Cook's only regret will be that he narrowly failed to become the first England batsman to make hundreds in three consecutive ODIs. He had reached 80 when he pushed gently forward at the off-spin of Saeed Ajmal and gave Adnan Akmal a faint catch. Cook had again been in unruffled form, his cut shot more to the fore than it had been in Abu Dhabi on a quicker batting surface, but his exit cleared the way for Pietersen to claim the limelight.

This has been an opening partnership assembled partly through adversity as Pietersen looked forward to a few sighters against the fast bowlers after a traumatic Test series against Pakistan's spinners. It now looks bedded in and that coud spell trouble for Craig Kieswetter, whose keeping has been patchy - he dropped Umar on 28 off Broad - and whose range is too limited to convince as a No. 6 in Asia.

Pietersen's habitual pre-match claim that he was in "fantastic" form was backed up by adventurous footwork and flowing strokeplay. He passed 4,000 runs in ODIs in spectacular fashion as he danced down the pitch to strike the offspin of Mohammad Hafeez over the sightscreen for six.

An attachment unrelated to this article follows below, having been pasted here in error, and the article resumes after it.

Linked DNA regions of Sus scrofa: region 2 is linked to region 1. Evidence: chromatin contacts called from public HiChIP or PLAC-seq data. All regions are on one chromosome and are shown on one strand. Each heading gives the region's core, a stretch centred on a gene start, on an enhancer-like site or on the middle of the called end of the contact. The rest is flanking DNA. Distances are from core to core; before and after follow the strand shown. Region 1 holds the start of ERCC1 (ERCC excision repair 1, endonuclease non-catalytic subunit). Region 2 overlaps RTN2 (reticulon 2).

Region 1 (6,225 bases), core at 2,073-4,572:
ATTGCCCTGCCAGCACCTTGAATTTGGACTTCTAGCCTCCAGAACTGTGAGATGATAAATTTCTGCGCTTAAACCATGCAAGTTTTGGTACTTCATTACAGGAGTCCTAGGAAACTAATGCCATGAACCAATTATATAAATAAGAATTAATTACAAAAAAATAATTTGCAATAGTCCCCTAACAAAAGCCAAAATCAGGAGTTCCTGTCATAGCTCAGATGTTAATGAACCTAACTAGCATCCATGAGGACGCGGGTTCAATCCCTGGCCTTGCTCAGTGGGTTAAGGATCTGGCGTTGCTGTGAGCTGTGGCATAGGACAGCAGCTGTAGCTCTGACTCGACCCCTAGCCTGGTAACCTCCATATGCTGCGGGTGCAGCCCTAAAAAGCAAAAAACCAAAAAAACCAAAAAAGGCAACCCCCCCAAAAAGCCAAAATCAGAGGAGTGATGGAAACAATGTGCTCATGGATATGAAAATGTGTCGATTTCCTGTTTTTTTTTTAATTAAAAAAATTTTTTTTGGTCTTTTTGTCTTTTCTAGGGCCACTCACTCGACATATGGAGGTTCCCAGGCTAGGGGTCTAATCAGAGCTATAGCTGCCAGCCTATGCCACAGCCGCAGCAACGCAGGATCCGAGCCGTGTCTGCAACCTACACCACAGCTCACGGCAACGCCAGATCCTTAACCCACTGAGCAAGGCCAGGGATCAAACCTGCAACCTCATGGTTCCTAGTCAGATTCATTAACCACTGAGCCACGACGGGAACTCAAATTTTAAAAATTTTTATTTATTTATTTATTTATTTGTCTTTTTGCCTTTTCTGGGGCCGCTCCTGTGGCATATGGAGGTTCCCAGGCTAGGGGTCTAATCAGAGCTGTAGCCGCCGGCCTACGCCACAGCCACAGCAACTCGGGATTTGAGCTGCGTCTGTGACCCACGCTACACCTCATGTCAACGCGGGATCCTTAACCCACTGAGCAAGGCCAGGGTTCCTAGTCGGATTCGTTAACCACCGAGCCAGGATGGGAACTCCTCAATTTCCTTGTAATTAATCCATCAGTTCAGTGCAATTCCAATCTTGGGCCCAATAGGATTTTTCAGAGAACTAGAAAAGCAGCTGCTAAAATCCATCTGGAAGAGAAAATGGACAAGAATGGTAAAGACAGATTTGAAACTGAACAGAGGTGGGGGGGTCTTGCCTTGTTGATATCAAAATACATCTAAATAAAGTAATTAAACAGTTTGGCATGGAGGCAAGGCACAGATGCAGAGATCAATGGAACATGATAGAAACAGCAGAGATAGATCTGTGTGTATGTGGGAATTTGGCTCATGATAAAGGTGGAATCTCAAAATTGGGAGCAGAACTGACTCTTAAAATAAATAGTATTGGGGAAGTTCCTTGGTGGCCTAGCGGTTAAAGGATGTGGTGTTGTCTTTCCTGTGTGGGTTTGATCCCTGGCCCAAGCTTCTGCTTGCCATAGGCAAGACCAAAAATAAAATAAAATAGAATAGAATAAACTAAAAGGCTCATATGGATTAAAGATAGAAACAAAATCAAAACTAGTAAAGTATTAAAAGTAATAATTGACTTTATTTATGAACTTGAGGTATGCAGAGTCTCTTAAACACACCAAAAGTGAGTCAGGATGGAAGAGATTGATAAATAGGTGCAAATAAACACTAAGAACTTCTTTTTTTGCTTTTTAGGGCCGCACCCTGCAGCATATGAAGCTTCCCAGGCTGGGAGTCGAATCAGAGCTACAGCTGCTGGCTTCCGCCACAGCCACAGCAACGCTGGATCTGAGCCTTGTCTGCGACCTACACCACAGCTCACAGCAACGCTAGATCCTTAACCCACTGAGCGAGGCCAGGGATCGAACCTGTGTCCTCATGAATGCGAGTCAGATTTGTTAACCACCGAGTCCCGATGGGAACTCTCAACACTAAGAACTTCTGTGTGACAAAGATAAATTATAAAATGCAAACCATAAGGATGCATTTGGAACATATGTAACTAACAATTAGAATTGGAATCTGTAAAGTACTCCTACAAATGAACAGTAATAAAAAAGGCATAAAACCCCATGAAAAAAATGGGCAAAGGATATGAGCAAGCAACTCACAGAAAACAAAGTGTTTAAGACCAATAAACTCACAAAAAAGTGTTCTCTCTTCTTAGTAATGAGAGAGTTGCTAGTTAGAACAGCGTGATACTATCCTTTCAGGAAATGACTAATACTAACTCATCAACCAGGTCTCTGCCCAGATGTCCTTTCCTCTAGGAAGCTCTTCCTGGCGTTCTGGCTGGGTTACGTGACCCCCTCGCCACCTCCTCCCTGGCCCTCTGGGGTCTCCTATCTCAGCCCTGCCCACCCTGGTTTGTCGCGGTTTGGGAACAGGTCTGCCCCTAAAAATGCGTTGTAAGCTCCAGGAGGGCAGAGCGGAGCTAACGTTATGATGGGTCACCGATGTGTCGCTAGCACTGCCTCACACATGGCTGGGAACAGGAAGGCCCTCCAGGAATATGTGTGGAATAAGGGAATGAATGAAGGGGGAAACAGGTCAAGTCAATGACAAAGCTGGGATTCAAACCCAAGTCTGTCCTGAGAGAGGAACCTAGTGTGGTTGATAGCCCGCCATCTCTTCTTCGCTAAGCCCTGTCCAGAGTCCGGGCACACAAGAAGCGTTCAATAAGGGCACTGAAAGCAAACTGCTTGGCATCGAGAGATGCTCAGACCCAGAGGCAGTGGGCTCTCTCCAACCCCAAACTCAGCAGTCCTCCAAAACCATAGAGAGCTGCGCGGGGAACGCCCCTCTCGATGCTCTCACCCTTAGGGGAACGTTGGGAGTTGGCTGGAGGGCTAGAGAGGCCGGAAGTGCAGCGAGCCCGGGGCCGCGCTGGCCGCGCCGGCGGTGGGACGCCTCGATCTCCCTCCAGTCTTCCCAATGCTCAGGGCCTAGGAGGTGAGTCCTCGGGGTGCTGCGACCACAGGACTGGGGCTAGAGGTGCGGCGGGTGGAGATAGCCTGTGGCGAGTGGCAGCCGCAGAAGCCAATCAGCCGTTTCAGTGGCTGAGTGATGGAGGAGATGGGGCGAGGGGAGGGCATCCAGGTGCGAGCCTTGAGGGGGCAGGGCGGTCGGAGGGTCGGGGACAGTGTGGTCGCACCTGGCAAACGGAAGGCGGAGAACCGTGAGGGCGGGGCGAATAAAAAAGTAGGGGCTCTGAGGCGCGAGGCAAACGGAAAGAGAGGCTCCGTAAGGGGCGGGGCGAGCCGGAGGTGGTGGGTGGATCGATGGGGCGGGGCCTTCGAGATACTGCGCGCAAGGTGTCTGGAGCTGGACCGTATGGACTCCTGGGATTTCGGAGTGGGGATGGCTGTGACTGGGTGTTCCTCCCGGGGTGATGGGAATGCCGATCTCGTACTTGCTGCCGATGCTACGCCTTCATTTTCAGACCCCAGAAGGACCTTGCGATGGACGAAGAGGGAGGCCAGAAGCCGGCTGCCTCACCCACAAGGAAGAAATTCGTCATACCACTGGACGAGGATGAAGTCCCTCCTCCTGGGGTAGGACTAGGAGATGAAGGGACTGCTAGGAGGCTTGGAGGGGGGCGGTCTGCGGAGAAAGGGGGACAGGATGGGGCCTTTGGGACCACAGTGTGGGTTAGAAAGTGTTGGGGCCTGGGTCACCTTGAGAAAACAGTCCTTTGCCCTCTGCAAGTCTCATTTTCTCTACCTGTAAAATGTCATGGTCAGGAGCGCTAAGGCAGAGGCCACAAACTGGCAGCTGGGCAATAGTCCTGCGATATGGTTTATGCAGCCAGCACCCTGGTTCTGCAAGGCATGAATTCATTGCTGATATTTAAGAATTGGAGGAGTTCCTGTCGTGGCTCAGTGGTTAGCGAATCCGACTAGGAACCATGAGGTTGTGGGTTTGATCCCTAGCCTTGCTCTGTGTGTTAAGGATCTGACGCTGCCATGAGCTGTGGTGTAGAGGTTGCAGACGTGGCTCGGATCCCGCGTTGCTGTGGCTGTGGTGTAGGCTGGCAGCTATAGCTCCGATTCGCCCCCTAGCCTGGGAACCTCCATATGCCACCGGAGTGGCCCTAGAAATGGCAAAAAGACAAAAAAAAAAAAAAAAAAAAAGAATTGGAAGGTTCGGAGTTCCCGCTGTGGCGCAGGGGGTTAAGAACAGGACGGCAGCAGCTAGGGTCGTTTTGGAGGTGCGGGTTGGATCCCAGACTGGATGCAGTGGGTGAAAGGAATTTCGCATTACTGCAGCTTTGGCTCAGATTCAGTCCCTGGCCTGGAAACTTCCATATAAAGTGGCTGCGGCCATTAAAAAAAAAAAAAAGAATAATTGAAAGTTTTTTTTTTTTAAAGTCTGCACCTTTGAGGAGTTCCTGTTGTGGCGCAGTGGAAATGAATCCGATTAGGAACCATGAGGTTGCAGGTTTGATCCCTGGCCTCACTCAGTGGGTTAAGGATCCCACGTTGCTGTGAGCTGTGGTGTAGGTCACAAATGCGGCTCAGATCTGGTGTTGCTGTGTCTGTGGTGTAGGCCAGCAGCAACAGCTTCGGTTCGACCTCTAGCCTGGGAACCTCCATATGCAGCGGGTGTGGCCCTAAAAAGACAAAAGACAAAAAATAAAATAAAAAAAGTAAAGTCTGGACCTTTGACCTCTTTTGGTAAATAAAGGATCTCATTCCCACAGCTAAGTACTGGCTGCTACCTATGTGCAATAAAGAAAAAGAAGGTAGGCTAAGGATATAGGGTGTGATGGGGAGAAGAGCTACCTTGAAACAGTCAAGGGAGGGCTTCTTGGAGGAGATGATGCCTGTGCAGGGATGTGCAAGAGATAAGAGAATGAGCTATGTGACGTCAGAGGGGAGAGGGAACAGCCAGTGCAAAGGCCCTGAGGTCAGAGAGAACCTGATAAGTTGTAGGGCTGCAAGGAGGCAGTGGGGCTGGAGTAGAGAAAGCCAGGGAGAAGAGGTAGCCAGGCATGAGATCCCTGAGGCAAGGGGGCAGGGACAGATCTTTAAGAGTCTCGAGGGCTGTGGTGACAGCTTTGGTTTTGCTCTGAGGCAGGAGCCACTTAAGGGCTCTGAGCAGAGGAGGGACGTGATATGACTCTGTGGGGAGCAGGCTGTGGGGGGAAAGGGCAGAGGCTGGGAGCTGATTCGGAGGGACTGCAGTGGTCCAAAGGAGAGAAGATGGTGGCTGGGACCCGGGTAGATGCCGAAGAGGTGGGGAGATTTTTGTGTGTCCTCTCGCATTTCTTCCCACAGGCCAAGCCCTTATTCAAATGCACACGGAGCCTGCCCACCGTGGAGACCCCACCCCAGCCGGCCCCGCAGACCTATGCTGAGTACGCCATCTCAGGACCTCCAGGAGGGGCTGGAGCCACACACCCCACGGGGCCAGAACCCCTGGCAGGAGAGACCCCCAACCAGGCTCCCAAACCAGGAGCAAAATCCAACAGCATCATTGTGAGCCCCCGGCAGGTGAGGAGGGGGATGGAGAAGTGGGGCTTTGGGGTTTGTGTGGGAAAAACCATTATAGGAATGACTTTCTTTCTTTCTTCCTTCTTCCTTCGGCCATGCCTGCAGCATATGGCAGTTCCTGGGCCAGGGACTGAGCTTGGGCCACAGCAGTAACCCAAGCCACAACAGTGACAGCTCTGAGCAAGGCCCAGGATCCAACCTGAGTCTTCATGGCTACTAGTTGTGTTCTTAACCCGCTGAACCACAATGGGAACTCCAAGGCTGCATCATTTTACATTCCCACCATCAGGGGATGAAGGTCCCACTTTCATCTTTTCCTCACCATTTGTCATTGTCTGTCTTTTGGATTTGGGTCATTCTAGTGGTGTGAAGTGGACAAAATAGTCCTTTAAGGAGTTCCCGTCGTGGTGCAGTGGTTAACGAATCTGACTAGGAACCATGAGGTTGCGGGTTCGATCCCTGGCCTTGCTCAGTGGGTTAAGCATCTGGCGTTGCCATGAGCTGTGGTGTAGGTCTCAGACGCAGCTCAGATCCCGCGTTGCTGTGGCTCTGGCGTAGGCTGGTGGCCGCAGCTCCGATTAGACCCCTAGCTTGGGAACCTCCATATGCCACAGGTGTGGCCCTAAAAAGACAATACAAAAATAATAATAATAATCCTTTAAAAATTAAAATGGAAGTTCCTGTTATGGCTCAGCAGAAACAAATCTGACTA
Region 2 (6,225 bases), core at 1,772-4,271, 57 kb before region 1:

He was dropped on 45 when a fierce, flat pull against Aizaz Cheema smacked into the body of the onrushing Azhar Ali at deep square. That apart, his most awkward moments came against the Akmal brothers. Adnan, who had replaced his brother Umar behind the stumps, ill-advisedly tried to run Pietersen out after he had tapped the ball back to him, and apologised. Umar tried to run him out more legimately only for the ball to ricochet off the stumps and career away for five overthrows.

A sandstorm had disrupted the practice day and when the Kaus - meaning "bow" in Arabic - a vigorous south-westerly off the desert, cleared in the nick of time it revealed the same flaky Pakistan top order. They lost three wickets in 15 balls to slump to 50 for 4 before Umar, his lips daubed in luminous green sun cream, and the ageing swinger Shahid Afridi, who needs no war paint to convey his belligerence, summoned half-centuries to keep Pakistan in the match.